November 13, 2017 report
Computer simulation offers clues to when a pedestrian bridge will wobble
(Tech Xplore)—A trio of researchers with Georgia State University in the U.S. and Volga State University of Water Transport in Russia has developed a computer simulation to help engineers avoid designing pedestrian bridges that wobble. In their paper published on the open access site Science Advances, Igor Belykh, Russell Jeter and Vladimir Belykh, describe the factors they used to construct their simulation and why they believe it could be used as a safety guideline by bridge engineers.
The design of pedestrian bridges is very different from bridges meant for use by cars and trains—pedestrian bridges are generally much lighter and flimsier. Less weight means engineers are free to add more artistic touches. But sometimes, such designs can result in bridges that wobble when a lot of people use them at the same time—this was famously demonstrated shortly after the Millennial Bridge was opened in London back in 2000—as the bridge filled, it began to wobble dangerously. Such wobbles are usually in the form of back and forth movements, not up and down, and result from the pressure of people's feet against the bridge below them. In this new effort, the researchers sought to better understand why it is some pedestrian bridges wobble despite the application of basic engineering principles—and to come up with a tool for preventing it from happening in the future.
To understand what happens when a bridge wobbles, the researchers took a novel approach—rather than focusing exclusively on conditions that arise due to timing of footfalls or the amount of force each exerts, they added both to the math that went into their simulation. They also, of course, added in all of the other variables that are used for such bridges. Once their simulation was built, they used it to study the conditions that lead to wobbling. They report that they found that with such wobbling, there appears to be a "magic number" of people that cause bridge movement to reach a tipping point. More importantly, they found that the most critical factor leading to a dangerous increase in wobbling was people reacting to minor wobbling. In adjusting to the wobbling, people would begin to walk in sync, which caused the bridge to wobble more strongly due to the combined exerted force in one direction or the other at the same time. The researchers acknowledge that before their simulation can be used as an engineering tool, it must first pass testing under real world conditions.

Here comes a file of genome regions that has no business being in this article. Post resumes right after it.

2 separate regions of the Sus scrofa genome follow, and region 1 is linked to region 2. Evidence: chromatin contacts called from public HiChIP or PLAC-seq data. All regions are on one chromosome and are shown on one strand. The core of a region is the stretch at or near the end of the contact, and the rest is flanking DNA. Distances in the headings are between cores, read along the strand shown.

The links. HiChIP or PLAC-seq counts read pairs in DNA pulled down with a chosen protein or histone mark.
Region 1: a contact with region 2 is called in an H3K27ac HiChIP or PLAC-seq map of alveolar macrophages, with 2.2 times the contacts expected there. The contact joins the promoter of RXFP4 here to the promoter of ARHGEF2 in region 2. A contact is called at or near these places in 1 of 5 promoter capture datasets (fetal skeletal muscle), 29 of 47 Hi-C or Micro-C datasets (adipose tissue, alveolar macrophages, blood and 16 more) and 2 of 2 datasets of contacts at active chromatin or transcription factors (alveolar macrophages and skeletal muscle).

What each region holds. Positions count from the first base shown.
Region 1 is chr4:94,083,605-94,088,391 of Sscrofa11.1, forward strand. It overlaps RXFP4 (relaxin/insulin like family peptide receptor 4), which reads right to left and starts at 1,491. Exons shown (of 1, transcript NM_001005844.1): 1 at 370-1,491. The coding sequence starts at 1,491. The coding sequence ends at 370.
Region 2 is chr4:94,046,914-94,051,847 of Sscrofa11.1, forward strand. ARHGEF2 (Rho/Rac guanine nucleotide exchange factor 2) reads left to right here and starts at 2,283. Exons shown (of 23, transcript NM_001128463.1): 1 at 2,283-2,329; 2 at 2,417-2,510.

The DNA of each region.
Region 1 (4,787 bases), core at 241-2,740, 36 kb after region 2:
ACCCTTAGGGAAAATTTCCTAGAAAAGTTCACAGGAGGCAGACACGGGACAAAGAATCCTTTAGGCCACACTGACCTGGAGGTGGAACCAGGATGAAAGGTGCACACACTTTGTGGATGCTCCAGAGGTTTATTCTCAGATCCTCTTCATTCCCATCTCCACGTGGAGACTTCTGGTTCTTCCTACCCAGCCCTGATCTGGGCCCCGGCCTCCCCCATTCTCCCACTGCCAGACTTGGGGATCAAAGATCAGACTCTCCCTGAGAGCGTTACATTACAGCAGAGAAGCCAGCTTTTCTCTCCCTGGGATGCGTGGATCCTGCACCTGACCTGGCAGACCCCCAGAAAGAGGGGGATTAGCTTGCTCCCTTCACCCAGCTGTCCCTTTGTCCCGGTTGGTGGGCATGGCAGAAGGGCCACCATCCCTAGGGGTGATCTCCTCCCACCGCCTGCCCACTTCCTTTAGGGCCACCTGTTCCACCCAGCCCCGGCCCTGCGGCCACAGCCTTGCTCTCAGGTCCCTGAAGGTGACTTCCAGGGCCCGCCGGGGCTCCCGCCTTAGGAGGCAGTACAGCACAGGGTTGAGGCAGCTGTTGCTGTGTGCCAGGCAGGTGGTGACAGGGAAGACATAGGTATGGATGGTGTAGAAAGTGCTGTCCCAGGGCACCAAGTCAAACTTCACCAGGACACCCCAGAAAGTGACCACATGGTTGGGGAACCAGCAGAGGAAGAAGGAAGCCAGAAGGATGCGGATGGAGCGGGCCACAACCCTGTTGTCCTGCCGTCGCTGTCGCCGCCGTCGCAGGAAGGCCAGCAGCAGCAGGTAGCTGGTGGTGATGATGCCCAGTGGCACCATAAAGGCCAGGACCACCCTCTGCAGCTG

Modern pedestrian and suspension bridges are designed using industry standard packages, yet disastrous resonant vibrations are observed, necessitating multimillion dollar repairs. Recent examples include pedestrian-induced vibrations during the opening of the Solférino Bridge in Paris in 1999 and the increased bouncing of the Squibb Park Bridge in Brooklyn in 2014. The most prominent example of an unstable lively bridge is the London Millennium Bridge, which started wobbling as a result of pedestrian-bridge interactions. Pedestrian phase locking due to footstep phase adjustment is suspected to be the main cause of its large lateral vibrations; however, its role in the initiation of wobbling was debated. We develop foot force models of pedestrians' response to bridge motion and detailed, yet analytically tractable, models of crowd phase locking. We use biomechanically inspired models of crowd lateral movement to investigate to what degree pedestrian synchrony must be present for a bridge to wobble significantly and what is a critical crowd size. Our results can be used as a safety guideline for designing pedestrian bridges or limiting the maximum occupancy of an existing bridge. The pedestrian models can be used as "crash test dummies" when numerically probing a specific bridge design. This is particularly important because the U.S. code for designing pedestrian bridges does not contain explicit guidelines that account for the collective pedestrian behavior.
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